Among the most commonly used behavioral tests in rodents to study cue-induced drug seeking is place conditioning, a classical form of Pavlovian learning that models the rewarding as well as aversive properties of various drugs of abuse (for review see [22, 23]). Previous literature has shown that distinct tactile cues associated with ethanol can lead to the development of conditioned place preference (CPP) in rodents [24,25,26,27]. One of the advantages of CPP is that it can also be used to study the contextual association with the aversive properties of drugs. Interestingly, the same dose of ethanol can reliably induce either CPP or conditioned place aversion (CPA) dependent on the relative timing of ethanol injection and subsequent exposure to the conditioning stimulus (CS+) [28]. Thus, mice injected just before exposure to CS + developed CPP whereas mice injected right after exposure to the CS + developed CPA.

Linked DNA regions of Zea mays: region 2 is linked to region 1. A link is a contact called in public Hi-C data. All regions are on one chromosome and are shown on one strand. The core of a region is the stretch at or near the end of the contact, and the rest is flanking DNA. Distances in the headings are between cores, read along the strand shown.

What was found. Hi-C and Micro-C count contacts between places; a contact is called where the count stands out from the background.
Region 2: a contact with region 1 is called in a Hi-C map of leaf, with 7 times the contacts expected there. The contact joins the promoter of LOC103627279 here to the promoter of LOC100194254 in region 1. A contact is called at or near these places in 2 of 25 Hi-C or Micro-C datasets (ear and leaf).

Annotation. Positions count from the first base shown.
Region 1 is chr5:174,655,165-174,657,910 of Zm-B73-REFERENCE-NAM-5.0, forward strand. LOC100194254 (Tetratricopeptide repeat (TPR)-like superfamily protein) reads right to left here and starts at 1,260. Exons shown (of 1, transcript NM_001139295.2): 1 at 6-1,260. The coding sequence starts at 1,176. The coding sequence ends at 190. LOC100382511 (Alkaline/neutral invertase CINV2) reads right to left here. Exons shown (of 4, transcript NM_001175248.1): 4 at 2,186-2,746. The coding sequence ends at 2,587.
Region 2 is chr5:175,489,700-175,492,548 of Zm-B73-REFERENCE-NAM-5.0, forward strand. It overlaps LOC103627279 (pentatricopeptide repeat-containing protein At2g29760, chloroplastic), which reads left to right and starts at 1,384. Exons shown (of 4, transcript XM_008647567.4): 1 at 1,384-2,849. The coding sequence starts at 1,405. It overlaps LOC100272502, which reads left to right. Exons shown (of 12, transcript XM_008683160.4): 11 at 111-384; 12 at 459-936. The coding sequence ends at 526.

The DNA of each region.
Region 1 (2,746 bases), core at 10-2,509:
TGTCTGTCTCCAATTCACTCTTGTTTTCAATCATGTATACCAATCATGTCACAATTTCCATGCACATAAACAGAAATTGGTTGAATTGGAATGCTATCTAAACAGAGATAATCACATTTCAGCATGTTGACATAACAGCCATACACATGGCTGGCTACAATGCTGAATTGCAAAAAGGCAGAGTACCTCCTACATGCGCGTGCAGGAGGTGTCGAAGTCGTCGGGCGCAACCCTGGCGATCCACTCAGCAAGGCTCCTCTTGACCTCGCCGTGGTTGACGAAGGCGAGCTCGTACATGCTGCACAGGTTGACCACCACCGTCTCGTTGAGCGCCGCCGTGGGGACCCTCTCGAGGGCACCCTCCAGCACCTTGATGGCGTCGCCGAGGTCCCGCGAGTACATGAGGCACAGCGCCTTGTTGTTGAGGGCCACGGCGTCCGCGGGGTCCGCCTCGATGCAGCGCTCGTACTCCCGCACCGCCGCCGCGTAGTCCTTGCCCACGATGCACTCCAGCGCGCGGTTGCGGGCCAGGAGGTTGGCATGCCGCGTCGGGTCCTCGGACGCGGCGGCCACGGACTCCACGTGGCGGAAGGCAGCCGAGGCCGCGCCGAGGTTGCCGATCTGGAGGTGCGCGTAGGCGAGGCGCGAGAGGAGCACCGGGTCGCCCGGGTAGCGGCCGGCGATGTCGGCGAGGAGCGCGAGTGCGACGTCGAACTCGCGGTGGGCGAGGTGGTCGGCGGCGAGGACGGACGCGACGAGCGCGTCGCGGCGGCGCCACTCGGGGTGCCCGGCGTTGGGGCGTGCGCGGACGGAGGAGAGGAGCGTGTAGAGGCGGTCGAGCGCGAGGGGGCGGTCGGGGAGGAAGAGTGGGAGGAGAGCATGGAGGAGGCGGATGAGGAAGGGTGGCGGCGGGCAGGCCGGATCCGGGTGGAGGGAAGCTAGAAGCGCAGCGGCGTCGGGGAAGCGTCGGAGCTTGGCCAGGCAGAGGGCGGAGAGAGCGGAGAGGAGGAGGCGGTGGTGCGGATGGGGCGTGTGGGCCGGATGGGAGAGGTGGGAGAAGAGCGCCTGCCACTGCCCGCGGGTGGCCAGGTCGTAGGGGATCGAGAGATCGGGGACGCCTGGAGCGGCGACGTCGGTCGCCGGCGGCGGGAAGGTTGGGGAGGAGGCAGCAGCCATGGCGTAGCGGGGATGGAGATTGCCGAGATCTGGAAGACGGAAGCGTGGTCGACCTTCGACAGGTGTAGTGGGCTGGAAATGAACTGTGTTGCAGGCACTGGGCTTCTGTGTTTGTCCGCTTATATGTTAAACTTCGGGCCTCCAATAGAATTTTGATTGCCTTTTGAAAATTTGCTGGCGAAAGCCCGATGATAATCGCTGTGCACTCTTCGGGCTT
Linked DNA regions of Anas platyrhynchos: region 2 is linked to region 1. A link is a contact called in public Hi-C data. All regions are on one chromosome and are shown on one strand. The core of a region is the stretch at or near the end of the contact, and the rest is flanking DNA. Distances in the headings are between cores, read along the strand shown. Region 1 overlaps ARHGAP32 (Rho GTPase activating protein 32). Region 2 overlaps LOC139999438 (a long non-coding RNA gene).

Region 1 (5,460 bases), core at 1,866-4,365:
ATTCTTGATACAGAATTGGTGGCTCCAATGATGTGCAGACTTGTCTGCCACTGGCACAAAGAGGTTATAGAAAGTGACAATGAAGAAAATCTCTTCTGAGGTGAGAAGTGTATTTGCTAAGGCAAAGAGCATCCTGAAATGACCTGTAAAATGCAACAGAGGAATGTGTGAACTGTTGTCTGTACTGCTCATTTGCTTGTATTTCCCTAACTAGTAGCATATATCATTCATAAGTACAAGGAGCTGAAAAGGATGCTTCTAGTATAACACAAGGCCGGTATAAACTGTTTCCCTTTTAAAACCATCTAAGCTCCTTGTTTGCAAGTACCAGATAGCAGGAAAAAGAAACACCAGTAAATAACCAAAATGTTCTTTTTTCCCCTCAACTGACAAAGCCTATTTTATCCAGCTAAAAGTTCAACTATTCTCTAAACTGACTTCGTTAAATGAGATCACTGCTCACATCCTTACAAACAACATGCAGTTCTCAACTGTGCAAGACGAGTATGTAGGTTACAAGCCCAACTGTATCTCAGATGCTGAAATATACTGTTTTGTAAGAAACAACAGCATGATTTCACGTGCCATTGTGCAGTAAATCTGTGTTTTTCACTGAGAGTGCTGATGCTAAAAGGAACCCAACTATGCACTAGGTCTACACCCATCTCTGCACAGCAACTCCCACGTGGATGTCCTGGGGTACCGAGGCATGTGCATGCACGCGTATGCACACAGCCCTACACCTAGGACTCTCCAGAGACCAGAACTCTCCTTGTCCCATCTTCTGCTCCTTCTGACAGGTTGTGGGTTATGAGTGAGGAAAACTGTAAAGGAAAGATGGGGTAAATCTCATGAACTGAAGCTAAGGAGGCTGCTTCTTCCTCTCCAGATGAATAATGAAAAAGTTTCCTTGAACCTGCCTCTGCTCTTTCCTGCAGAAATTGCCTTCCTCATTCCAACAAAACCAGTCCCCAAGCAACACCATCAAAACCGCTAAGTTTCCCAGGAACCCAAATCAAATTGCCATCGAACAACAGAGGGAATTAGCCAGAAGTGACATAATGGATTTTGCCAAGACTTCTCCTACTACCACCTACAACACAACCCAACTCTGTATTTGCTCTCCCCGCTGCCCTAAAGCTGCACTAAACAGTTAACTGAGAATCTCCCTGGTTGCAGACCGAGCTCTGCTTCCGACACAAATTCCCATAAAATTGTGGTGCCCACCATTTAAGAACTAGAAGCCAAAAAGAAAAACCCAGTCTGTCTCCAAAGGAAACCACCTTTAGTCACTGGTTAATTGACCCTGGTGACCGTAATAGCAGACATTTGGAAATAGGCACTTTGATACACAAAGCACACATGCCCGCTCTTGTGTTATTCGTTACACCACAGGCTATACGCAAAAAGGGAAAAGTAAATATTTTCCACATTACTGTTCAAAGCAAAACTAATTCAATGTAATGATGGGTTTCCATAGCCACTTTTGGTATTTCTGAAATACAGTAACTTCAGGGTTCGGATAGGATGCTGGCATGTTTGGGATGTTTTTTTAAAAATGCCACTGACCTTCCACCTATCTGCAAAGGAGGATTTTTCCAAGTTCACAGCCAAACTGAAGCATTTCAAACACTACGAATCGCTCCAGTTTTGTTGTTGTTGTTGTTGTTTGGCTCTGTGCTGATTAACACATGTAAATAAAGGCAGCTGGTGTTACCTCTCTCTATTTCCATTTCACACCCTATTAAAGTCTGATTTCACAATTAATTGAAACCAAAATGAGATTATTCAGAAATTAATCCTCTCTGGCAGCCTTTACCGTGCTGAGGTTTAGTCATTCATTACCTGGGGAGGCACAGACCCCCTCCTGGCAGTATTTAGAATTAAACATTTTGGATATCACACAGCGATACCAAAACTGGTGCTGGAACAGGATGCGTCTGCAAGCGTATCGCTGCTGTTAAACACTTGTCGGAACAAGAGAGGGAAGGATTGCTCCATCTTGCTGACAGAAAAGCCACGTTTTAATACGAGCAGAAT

Drug-associated contextual cues increase c-Fos immunoreactivity in the BNST [29,30,31], supporting a critical role for BNST in driving drug-seeking behavior. Disruption of vBNST activity blocked cocaine-induced CPP [32], while chemogenetic inhibition of BNST and specifically BNST-VTA projections blocked ethanol-induced CPP [31, 33]. Several lines of evidence also suggest that neurons in the BNST are susceptible to neuroplastic changes in response to drugs of abuse. For instance, both acute and chronic ethanol exposure altered NMDA-receptor function of vBNST neurons [34, 35]. Nicotine self-administration induced long-term potentiation of excitatory synapses in the BNST [36] while self-administration of either cocaine or palatable food enhanced the synaptic strength of excitatory inputs to the vBNST [37].